Service User and Carer Involvement
Service users and carers are involved in every aspect of the clinical psychology programme. We have links with service users and carers in the four mental health trusts associated with the programme. Service user and carer colleagues meet regularly with staff and trainees.
The aim of service user and carer involvement is to enhance the learning and practice of clinical psychology trainees.
Service users and carers involved with the programme draw on their knowledge and insight gained from experiences such as:
- Living with physical, neurological or psychological difficulties
- Caring for someone who lives with these difficulties
- Using services relevant to the working lives of clinical psychologists.
The presence of service users and carers in the programme, and hearing from them, highlights for trainees the importance of placing the goals, needs and strengths of the service user and their families at the centre of all they do.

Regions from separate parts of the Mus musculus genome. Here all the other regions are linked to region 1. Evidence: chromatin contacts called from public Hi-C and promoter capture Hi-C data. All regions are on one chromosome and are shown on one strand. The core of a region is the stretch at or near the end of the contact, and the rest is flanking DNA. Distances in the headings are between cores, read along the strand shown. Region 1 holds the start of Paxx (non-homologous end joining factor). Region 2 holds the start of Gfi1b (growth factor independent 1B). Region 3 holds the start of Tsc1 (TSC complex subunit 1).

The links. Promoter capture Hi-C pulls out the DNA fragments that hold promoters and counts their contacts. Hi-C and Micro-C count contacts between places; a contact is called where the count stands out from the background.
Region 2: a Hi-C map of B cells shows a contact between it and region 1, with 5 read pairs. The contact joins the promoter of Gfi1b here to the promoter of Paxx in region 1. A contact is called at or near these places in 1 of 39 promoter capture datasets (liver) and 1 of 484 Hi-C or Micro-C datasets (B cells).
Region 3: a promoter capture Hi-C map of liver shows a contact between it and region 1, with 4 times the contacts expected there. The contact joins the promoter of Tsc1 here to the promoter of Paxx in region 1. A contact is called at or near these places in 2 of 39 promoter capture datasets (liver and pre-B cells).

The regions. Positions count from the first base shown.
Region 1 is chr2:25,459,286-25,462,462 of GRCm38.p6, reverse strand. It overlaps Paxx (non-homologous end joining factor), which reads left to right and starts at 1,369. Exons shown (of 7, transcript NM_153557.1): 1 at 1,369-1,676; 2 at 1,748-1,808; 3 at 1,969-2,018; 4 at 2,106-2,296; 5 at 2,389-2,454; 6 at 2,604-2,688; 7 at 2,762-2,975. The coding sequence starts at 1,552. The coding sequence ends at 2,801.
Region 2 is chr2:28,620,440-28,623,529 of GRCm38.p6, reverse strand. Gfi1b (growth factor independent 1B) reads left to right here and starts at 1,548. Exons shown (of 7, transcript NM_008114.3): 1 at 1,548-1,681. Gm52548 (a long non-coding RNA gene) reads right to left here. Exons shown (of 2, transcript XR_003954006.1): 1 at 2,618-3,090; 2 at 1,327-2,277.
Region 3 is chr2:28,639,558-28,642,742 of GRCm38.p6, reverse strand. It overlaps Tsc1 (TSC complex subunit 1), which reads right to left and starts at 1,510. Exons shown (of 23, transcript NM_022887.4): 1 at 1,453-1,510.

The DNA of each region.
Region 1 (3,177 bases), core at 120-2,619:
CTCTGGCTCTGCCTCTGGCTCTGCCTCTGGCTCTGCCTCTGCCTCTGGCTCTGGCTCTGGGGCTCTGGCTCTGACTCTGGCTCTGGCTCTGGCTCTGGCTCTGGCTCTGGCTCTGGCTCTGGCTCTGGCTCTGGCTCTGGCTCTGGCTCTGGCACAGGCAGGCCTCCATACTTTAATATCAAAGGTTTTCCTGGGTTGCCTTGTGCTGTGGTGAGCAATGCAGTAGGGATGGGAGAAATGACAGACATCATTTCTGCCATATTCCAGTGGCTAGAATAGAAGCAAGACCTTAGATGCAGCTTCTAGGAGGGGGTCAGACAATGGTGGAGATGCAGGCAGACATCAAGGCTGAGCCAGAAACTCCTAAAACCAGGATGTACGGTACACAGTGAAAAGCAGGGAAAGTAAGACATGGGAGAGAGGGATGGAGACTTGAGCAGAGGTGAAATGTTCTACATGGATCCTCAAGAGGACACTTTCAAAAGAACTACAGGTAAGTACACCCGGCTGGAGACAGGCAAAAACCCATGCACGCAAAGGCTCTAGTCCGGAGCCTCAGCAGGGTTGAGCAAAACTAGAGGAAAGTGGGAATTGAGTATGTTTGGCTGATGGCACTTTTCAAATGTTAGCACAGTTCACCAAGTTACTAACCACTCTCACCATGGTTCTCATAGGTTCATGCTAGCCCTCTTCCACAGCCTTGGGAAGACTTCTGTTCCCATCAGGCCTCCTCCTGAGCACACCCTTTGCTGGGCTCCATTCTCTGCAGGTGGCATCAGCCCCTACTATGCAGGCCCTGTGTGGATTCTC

The Salomons course has a long history of involvement going back to 2006, has pioneered a number of innovative forms of involvement and is recognised as a national leader in this regard. Central to this is the SAGE group, Salomons Advisory Group of Experts by Experience. This small and dedicated group of service users and carers meets every two months and has steered the development of involvement across the programme. Members are also available at other times for trainees to consult about their work.
"It’s really helpful to hear about experiences and think about the importance of an ethical person-centred, compassionate approach."